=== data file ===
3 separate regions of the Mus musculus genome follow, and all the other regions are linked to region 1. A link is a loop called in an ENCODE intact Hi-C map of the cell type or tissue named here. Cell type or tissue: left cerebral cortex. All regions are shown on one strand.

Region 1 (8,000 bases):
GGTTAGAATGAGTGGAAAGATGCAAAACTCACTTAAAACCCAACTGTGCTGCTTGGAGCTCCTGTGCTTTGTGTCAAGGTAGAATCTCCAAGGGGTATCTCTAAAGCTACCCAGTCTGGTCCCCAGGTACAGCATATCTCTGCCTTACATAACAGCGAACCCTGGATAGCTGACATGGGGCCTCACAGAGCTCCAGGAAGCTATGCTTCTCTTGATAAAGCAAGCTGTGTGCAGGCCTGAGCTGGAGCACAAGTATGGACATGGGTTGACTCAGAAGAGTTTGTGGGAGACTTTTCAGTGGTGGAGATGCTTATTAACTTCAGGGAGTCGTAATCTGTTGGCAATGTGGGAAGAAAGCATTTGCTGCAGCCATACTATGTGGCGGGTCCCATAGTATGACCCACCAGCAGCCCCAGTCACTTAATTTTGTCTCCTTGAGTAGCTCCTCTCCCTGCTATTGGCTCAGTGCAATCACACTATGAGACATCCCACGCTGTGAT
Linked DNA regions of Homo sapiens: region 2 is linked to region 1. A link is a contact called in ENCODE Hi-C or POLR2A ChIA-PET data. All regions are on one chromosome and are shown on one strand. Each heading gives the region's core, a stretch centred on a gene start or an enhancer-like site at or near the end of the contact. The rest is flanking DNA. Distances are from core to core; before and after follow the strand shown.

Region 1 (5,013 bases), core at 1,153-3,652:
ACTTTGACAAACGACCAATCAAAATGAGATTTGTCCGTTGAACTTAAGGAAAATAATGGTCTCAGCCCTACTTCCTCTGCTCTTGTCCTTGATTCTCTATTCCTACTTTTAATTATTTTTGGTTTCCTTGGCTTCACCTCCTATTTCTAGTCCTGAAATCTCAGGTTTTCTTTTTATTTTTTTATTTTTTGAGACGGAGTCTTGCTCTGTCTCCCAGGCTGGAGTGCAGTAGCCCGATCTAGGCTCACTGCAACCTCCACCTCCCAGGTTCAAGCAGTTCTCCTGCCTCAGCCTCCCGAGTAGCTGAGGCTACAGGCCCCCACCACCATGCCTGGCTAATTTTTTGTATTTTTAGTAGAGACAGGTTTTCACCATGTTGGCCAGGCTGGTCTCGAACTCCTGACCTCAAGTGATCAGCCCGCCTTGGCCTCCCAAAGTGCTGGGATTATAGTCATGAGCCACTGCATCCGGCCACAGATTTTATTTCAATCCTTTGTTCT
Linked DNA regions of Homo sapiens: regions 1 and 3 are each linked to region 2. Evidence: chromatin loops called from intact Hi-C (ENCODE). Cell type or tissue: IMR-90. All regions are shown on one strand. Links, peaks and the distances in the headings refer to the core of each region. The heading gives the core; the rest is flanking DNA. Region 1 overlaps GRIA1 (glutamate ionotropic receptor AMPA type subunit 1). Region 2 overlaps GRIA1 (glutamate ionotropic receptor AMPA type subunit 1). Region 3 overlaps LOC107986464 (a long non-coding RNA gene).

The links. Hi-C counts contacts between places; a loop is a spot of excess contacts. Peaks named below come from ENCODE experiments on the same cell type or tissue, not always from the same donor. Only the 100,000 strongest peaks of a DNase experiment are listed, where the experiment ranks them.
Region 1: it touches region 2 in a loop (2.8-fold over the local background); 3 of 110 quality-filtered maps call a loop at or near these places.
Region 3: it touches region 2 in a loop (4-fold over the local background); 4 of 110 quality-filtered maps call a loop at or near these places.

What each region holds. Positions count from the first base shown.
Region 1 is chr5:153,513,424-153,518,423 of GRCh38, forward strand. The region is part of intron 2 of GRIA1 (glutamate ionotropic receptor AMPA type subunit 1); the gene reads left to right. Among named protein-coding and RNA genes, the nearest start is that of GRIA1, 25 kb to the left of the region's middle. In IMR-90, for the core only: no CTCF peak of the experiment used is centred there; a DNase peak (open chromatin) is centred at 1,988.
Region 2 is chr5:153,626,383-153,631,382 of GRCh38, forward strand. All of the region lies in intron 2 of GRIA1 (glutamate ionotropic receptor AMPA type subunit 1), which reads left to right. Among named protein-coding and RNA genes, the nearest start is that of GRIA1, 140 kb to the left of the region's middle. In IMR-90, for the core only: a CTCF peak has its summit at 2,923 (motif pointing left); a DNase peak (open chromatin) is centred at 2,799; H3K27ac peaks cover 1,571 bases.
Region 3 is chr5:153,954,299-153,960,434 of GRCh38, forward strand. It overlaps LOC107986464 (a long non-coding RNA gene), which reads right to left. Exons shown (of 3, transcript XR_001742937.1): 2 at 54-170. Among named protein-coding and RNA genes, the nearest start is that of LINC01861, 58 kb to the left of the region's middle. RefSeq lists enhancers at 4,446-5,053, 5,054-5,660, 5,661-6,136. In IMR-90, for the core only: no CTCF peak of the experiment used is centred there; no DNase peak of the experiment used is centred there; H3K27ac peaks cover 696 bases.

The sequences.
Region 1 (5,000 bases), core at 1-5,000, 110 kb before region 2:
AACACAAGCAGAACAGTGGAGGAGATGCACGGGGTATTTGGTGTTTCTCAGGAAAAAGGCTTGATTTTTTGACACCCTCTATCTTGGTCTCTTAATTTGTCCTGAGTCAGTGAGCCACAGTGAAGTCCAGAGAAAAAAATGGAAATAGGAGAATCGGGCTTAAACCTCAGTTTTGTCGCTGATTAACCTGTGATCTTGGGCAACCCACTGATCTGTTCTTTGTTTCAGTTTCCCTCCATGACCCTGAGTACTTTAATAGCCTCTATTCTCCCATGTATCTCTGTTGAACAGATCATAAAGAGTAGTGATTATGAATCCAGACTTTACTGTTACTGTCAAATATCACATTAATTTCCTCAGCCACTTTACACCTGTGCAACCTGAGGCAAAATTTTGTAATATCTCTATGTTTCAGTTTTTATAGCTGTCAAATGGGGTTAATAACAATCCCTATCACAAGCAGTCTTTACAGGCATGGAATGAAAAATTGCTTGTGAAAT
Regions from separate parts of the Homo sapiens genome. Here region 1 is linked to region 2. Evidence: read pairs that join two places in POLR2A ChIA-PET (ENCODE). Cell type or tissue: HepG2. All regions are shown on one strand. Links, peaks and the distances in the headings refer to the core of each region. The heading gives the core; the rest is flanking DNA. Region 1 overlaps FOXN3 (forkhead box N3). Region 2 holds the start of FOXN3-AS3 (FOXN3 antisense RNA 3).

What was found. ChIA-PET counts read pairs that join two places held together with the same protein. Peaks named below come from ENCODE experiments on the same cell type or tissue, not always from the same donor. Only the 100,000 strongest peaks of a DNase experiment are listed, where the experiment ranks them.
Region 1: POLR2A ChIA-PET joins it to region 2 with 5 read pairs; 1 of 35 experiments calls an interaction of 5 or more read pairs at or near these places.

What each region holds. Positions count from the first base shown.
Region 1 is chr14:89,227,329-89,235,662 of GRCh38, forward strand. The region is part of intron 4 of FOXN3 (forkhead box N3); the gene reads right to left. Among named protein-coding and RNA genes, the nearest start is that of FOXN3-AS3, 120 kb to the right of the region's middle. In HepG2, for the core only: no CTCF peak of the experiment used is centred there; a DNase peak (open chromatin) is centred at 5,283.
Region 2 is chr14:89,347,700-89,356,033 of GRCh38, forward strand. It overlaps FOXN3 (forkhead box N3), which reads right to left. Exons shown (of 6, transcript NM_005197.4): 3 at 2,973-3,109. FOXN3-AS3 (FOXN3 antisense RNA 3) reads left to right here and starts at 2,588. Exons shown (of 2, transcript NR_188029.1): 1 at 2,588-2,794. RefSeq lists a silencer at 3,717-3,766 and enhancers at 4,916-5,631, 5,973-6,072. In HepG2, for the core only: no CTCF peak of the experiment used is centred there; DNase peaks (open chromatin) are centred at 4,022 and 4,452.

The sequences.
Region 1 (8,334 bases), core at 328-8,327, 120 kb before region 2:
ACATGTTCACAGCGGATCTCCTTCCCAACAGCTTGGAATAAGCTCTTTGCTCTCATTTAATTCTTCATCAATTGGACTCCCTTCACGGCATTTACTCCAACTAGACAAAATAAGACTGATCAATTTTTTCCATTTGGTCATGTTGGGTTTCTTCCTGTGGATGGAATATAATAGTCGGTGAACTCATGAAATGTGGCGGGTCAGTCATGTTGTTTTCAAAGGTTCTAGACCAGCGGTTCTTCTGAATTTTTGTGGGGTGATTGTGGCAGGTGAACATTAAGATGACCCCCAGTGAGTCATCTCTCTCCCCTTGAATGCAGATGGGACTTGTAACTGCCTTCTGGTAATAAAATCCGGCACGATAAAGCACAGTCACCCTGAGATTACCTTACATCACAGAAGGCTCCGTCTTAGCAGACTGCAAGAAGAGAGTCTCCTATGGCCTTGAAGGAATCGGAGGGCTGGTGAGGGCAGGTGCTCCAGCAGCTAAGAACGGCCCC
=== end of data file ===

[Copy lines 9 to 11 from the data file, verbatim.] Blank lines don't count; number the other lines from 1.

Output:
Region 1: it touches region 2 in a loop (2.8-fold over the local background); 3 of 110 quality-filtered maps call a loop at or near these places.
Region 3: it touches region 2 in a loop (4-fold over the local background); 4 of 110 quality-filtered maps call a loop at or near these places.

What each region holds. Positions count from the first base shown.